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Permissible Ways When Audited but No Proof Presented

Permissible Ways When Audited but No Proof Presented

Taxes is one of the legally imposed obligations on every citizen. In the US, Internal Revenue Services is tasked to for the assessment and collection of these enforced monetary obligations. One of the scariest things to happen is when you are subject to audit by the IRS even if you keep the detailed financial records, but if receipts are incomplete or not kept at all is traumatizing. IRS audit will only be conducted if they believed that you erroneously reported your income and expenses or deductions. It could be that IRS is suspecting you to be earning a higher income or you have not reported your other source of income.


IRS will notify you by sending an email questioning your income tax return and they require you to present evidence and documentation to prove it. You need not panic if you do not have all the receipts to prove your income does not mean you will automatically be punished. Most people don’t keep perfect records of their finances, so there are plenty of ways to resolve an audit even if you don’t meet IRS receipt requirements.


Steve Stockman Bill


During the President Obama administration, Rep. Steve Stockman of Texas introduced a bill he called the “The Dog Ate My Tax Receipts Act,” to allow taxpayers to make excuses in getting away with penalties. Surprising the bill passed, taxpayers who do not provide documents requested by the IRS to claim one of the following reasons:


  • The dog ate my tax receipts.
  • Convenient, unexplained, miscellaneous computer malfunction.
  • Traded documents for five terrorists.
  • Burned for warmth while lost in the Yukon.
  • Left on table in Hillary’s Book Room.
  • Received water damage in the trunk of Ted Kennedy’s car.
  • Forgot in gun case sold to Mexican drug lords.
  • Forced to recycle by municipal Green Czar.
  • Was short on toilet paper while camping.


At this point, what difference does it make?


Obviously, these are lame excuses for the missing documents, and IRS is currently proffering.


The Cohan Rule?


The widely known tax case of Cohan vs Commissioner, the saving grace for many taxpayers who have been audited. George M. Cohan a Broadway star who was heavily audited in the 1990s for business expenses he didn’t have proof of. IRS disallowed the large travel and entertainment expenses of Cohan for non-presentation of receipts. When IRS denied his deductions, so Mr. Cohan took the IRS to court. The Court of Appeals ruled in favor of Mr. Cohan and against the IRS, it still allows taxpayers to prove by “other credible evidence” that they actually incurred deductible expenses. He testified that he paid in cash, and others also supported Cohan and remembered big and expensive dinners and the court came to the decision that the IRS had to accept the estimates of his expenses.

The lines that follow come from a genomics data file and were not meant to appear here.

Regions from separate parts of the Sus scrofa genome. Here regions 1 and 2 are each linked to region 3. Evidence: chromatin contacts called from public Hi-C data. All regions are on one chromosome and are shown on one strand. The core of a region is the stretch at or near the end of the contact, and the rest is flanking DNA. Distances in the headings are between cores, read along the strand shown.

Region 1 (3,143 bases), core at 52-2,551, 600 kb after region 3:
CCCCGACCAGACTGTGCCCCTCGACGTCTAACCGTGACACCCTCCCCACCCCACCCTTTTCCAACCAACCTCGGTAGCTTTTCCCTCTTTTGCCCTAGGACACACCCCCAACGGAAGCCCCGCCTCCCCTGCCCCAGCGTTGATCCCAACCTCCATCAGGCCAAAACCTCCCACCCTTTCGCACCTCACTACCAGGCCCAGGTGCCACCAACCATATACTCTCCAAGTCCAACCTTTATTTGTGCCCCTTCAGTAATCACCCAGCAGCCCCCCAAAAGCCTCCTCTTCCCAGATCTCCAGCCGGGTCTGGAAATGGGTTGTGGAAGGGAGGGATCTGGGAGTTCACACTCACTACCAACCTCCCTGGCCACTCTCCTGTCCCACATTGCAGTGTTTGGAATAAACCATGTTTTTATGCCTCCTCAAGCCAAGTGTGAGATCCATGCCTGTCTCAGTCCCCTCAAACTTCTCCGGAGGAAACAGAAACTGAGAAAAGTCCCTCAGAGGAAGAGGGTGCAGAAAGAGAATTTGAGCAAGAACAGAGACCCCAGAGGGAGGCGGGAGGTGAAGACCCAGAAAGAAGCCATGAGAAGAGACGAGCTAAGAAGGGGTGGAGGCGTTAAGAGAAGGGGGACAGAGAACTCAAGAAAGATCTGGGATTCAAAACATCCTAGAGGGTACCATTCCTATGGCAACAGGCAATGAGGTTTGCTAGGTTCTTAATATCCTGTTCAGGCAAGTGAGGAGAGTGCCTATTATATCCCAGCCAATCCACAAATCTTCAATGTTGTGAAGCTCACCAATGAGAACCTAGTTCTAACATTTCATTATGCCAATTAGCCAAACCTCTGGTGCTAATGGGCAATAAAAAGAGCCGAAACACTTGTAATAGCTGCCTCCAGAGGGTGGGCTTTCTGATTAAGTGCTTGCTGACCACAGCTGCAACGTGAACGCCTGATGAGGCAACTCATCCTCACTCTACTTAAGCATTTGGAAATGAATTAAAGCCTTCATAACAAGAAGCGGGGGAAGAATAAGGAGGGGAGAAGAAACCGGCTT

This ruling does not always work with IRS, but it can certainly still be invoked. IRS or a court may be convinced by oral or written statements or other supporting evidence such as calendar notes, photographs, canceled checks, etc. If you get over that hurdle and can make a reasonable approximation of the expenses, your tax position may be sustained despite your lack of documentation.


When receipts were really lost or damaged or you just don’t have them, there are other types of documents you could use as evidence that the IRS auditor is willing to accept:


  • Calendar logs of meetings/travel/daily tasks
  • Canceled checks
  • Credit/debit card statements
  • Mileage records
  • Photographs of events/individual items
  • Emails
     

The IRS prefers to have a physical paper or the picture of an online receipt. A credit card statement will also be acceptable, which is a great paper trail to verify the tax deduction expenses. They will also accept a bill or a canceled check to verify your expense. You can produce canceled checks but the IRS will usually require corroborating proof to go along with the checks. This can include some type of business or personal accounting journal entry. Taking a ‘selfie’ to prove that you were physically in that place and time is not acceptable.
 
After all permissible actions and documents you are still unable to produce receipts to prove that you really did spend money on one of your deductions, it could result in a tax penalty. The penalty amount will be based on when you originally filed during your tax deadline. Possibly, a penalty which is based on the amount that you still owe, plus interest. This penalty amount will have to be paid at the end of the audit, as well paying the extra amount of taxes that you owe. Lastly, IRS is not that cruel or heartless, you can talk with the IRS auditor as to the time to repay all that you owe.

John Pournaras Agency
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